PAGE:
Searching for true
Irish Times Letters, Irish Times Fri, Apr 16, 2010
– I was one of those babies “given up” for adoption (April 12th)
and I believe it must have been a heart-rending event from which the
mothers never fully recovered. I salute the mothers, the “lucky”
ones who got away to England and those who spent a lifetime in the
I tried to find her the agency did not help. Eventually I found her
family and was welcomed by them, but I never met her since we parted
over 57 years ago. So I know half of who I am. I want to know the rest.
Who am I?
this secrecy is denying me my human right to know my genetic origins, my
identity. The laws of Ireland do not allow me to know what is on my
file, although this right has been in place, for over-18s in the UK and
Wales since 1975 and in Scotland since 1930. The UN Convention on the
Rights of the Child, Article 8.1 states: “States Parties undertake to
respect the right of the child to preserve his or her identity,
including nationality, name and family relations as recognised by law
without unlawful interference”.
is my father? For a while I thought I had found him, I even saw his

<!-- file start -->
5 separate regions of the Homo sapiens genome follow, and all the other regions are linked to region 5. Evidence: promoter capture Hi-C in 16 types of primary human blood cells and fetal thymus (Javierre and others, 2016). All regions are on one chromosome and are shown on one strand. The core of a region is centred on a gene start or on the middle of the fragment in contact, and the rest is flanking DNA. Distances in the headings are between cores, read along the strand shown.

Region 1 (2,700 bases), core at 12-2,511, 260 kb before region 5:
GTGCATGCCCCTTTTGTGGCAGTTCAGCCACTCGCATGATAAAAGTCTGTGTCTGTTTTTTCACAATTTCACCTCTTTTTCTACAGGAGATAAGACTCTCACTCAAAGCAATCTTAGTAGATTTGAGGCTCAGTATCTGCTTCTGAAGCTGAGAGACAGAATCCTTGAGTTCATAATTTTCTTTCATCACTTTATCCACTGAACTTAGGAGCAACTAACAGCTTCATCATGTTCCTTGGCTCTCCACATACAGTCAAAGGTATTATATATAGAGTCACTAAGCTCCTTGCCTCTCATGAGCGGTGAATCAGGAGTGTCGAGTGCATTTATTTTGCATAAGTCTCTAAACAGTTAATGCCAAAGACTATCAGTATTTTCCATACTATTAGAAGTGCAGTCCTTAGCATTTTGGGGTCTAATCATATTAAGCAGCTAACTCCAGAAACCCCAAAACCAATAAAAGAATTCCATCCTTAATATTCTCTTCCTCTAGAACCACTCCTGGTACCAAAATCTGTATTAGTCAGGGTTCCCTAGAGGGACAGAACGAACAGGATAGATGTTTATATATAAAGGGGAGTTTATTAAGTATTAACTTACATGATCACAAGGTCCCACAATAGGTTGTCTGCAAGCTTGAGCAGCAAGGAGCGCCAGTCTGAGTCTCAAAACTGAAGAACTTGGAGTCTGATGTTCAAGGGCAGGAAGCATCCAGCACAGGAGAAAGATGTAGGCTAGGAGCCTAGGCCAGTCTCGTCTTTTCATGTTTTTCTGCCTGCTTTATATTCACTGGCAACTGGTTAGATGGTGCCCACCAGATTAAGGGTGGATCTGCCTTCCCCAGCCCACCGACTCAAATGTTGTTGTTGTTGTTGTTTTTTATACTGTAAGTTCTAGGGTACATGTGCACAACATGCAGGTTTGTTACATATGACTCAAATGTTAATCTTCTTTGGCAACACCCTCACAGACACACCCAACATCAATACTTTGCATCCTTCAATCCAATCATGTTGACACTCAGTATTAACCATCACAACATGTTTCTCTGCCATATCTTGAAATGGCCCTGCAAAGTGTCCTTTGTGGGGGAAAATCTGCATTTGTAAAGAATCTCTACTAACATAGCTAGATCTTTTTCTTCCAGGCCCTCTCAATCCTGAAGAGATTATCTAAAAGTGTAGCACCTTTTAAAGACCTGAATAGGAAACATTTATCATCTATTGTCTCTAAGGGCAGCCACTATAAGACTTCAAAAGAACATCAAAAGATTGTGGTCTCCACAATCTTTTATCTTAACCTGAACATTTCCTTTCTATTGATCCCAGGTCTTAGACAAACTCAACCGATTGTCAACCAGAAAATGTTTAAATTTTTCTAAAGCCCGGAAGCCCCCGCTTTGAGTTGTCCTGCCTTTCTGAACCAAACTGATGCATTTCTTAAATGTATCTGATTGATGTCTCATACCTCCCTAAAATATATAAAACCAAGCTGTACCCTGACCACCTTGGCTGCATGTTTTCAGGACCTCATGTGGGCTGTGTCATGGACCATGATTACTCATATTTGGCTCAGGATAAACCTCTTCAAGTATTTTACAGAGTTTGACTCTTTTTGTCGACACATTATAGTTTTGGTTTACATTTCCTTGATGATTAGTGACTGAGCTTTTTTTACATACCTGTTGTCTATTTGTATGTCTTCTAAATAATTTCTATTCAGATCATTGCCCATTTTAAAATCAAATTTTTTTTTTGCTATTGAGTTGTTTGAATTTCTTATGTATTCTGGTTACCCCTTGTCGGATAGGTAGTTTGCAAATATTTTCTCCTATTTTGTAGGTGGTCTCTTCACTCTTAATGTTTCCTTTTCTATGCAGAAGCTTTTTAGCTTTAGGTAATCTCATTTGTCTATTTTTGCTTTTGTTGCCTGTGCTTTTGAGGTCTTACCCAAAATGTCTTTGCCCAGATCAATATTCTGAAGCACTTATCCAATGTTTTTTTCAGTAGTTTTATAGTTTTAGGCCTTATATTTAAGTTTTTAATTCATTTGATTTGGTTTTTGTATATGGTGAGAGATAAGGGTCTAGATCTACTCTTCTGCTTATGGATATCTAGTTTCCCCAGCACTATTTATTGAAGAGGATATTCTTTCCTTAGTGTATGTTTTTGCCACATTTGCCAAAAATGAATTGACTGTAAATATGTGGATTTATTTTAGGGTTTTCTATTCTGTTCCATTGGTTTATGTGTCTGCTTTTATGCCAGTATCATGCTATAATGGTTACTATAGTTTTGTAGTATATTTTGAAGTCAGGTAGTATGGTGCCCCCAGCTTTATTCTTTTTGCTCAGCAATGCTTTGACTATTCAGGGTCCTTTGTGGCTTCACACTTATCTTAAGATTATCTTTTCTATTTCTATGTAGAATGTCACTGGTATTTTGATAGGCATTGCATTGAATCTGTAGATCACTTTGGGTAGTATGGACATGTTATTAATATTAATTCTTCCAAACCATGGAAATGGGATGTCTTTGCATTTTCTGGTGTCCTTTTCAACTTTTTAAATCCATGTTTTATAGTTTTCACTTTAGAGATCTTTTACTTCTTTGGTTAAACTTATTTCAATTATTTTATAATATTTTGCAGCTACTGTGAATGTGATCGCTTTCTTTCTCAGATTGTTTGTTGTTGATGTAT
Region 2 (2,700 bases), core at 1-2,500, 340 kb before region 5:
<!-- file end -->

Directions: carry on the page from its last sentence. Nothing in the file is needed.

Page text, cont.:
death notice in your paper, Madam, but his relatives tell me I’m
wrong, the ages and other details don’t match.
I went back to the agency 27 years after the first attempt – Barnardos
told me “things have changed” – but they haven’t. The nun
didn’t even bring the file into the room, in case I’d try to snatch
it and run out the door. “Only the mother can tell you who the father
she is dead, so what do I do now? I’m sick of it – I just want to
know what corner of Ireland I’m from, and have a little bit of history
to pass to my son, and maybe a photograph, because my father is probably
dead anyway. It’s time to open up the files under Freedom of
Information legislation. –
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